Just two days after his stunning election victory, President-elect Donald Trump and his wife, Melania Trump, visited the White House, invited by President Barack Obama and first lady Michelle Obama.
No press was allowed to film their arrival Thursday, but the president and the president-elect gave brief statements to reporters in the Oval Office after the meeting.
Despite a long history of animosity between Obama and Trump, both were gracious.
"I just had the opportunity to have an excellent conversation with President-elect Trump,” Obama said. “It was wide-ranging. We talked about some of the organizational issues in setting up the White House; we talked about foreign policy, we talked about domestic policy, and, as I said last night, my number one priority in the coming two months is to try to facilitate a transition that insures our president-elect is successful."
WATCH: Obama, Trump comment on their meeting
Trump told reporters the meeting was supposed to last about ten minutes but lasted 90, and it could have gone on even longer.
"I look forward to dealing with the president in the future, including counsel," he said. "He explained some of the difficulties and the high-flying assets and some of the wonderful things that have been achieved. Mr. President, it was wonderful meeting with you and I look forward to meeting with you many more times in the future."
The White House said Obama officials are making sure that Trump and his yet-to-be-named key officials are "prepared from day one to protect our national security." U.S. intelligence and defense officials are starting to give Trump daily briefings on threats to the country's security and overseas military operations.
In addition, the Obama administration plans to host two exercises involving several government agencies to help familiarize Trump officials with how the government responds to domestic emergencies, whether terrorist attacks or such natural disasters as violent tornadoes and hurricanes.
WATCH: Trump on his meeting with Congressional leaders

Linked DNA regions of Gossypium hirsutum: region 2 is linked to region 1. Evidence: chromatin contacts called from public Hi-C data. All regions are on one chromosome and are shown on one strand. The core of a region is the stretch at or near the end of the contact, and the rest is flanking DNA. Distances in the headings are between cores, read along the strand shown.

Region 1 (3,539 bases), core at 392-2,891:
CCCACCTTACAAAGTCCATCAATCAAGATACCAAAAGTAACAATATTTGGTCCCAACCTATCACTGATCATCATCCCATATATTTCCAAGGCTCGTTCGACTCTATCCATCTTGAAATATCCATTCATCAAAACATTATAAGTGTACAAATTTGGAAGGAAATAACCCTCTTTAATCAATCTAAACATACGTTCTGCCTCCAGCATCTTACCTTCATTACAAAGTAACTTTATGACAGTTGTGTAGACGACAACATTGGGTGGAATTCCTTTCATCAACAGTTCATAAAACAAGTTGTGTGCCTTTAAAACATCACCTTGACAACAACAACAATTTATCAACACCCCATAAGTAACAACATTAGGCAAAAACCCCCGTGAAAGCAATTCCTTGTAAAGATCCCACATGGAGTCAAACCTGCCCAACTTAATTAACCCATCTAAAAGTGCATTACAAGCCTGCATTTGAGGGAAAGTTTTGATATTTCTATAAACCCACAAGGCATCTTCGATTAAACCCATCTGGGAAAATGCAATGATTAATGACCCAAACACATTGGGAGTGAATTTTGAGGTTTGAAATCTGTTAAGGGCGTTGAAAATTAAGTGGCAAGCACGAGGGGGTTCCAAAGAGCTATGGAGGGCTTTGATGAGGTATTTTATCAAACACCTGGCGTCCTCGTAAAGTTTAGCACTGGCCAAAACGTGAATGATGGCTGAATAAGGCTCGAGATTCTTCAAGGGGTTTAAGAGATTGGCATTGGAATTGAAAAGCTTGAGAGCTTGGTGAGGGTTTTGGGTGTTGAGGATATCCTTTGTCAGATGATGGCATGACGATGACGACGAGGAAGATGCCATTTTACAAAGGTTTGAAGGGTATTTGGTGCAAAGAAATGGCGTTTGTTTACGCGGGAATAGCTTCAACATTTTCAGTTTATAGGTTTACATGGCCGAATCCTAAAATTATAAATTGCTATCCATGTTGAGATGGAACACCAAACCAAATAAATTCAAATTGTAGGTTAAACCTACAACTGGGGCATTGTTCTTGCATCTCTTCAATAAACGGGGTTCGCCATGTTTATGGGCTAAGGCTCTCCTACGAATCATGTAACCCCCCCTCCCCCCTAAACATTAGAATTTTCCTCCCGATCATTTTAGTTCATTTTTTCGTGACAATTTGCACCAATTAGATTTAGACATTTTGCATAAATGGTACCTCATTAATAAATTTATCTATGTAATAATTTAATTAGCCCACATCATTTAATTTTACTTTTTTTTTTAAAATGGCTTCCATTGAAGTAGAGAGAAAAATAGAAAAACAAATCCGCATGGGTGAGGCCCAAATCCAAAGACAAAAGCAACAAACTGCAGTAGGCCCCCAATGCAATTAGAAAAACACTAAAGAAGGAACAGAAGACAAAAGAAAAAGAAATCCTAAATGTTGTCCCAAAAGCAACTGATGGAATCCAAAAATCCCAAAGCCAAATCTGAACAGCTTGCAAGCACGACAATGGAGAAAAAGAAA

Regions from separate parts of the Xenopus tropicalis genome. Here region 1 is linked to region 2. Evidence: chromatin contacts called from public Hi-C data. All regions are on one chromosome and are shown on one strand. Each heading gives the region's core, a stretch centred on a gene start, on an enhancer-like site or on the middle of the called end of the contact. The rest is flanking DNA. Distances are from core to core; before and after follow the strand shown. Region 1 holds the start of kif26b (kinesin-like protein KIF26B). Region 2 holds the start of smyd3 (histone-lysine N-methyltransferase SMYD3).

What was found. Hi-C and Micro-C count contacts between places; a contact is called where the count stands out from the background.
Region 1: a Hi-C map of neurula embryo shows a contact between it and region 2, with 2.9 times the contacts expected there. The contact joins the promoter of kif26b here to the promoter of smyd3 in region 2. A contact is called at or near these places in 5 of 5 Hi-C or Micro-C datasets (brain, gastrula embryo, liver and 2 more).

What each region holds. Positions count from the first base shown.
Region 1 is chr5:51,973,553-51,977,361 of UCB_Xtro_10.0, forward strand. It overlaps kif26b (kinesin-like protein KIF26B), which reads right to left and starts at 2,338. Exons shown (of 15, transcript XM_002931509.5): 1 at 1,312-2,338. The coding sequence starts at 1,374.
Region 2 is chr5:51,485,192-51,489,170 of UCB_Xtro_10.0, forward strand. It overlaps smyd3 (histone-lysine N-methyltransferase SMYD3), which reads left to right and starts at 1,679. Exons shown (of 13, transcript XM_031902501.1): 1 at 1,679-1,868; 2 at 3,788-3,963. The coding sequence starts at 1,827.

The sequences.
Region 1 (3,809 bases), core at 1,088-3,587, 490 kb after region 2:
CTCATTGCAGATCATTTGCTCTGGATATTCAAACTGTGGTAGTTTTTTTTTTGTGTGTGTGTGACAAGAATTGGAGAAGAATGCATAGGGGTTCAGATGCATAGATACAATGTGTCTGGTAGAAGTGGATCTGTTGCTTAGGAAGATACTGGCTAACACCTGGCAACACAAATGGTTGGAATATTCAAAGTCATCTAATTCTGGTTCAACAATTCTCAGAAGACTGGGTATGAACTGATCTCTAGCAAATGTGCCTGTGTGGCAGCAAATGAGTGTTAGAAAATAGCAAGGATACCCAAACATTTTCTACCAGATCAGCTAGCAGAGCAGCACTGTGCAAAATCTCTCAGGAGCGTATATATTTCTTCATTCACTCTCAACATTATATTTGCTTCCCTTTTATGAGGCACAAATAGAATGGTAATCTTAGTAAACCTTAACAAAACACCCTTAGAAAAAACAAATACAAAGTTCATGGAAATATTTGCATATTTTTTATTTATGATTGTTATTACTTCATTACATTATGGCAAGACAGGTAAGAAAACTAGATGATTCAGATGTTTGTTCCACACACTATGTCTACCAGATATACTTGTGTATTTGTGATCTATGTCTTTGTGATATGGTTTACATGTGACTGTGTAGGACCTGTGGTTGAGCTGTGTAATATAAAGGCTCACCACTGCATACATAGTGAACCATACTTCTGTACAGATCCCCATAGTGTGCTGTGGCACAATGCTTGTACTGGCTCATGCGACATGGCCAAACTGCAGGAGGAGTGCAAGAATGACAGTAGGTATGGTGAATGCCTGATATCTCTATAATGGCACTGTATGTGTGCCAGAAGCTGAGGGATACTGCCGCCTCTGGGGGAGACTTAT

'Less awkward' than expected
After the meeting, White House Press Secretary Josh Earnest was asked if the meeting was awkward.
"The meeting might have been a little less awkward than some might have expected," he said.
Trump said it was the first time the two men have met personally.
The president campaigned exceptionally hard for his former secretary of state and fellow Democrat Hillary Clinton. Obama often derided Trump, the blunt-spoken real estate mogul who has never held elected office, as unfit to lead the country.
Meanwhile, Trump for years questioned whether Obama was born in the U.S. before recently acknowledging his citizenship. He says he plans to undermine key Obama policies, including the health care reforms, environmental regulations, protection of some immigrants from deportation, and the Iran nuclear deal.
Rooting for success
Despite the bitter campaign, Obama pledged Wednesday to cooperate with Trump's takeover.
"It is no secret that the president-elect and I have some pretty significant differences," Obama said. "But remember, eight years ago, President [George W.] Bush and I had some pretty significant differences. But President Bush's team could not have been more professional or more gracious in making sure we had a smooth transition."
Obama said he is rooting for Trump's success and has ordered the White House team "to work as hard as we can to make sure that this is a successful transition for the president-elect."
Secretary of State John Kerry cited the tradition of peaceful changes in leadership as he congratulated Trump on Thursday and wished him well for the "enormous challenges that he will undertake."
"With a transition like this, the issues that we face don't go away," Kerry said during a visit to New Zealand. "The values with which we face them are the same values the day after the election that they were the day before."
Meeting with Congressional leaders
While in Washington, Trump also met with House of Representatives Speaker Paul Ryan and Senate Majority Leader Mitch McConnell, leaders of the Republican majorities in each chamber, about their legislative plans. Both gave tepid support to Trump during the election, but have vowed to work in concert with him to pass the party's agenda.
The most prominent Republican effort will be to unwind and replace the Affordable Care Act, the outgoing president's health care program, known as Obamacare, that helped 20 million people get health insurance.
First lady, tour and tea
Earnest said first lady Michelle Obama showed future first lady Melania Trump the private quarters, and they had tea. He said they talked about the special challenges of raising children in the White House.
The Obamas have raised their two daughters, Sasha and Malia, in the White House. Donald and Melania Trump have a 10-year-old son, Barron, who will likely grow up in the White House, as well.
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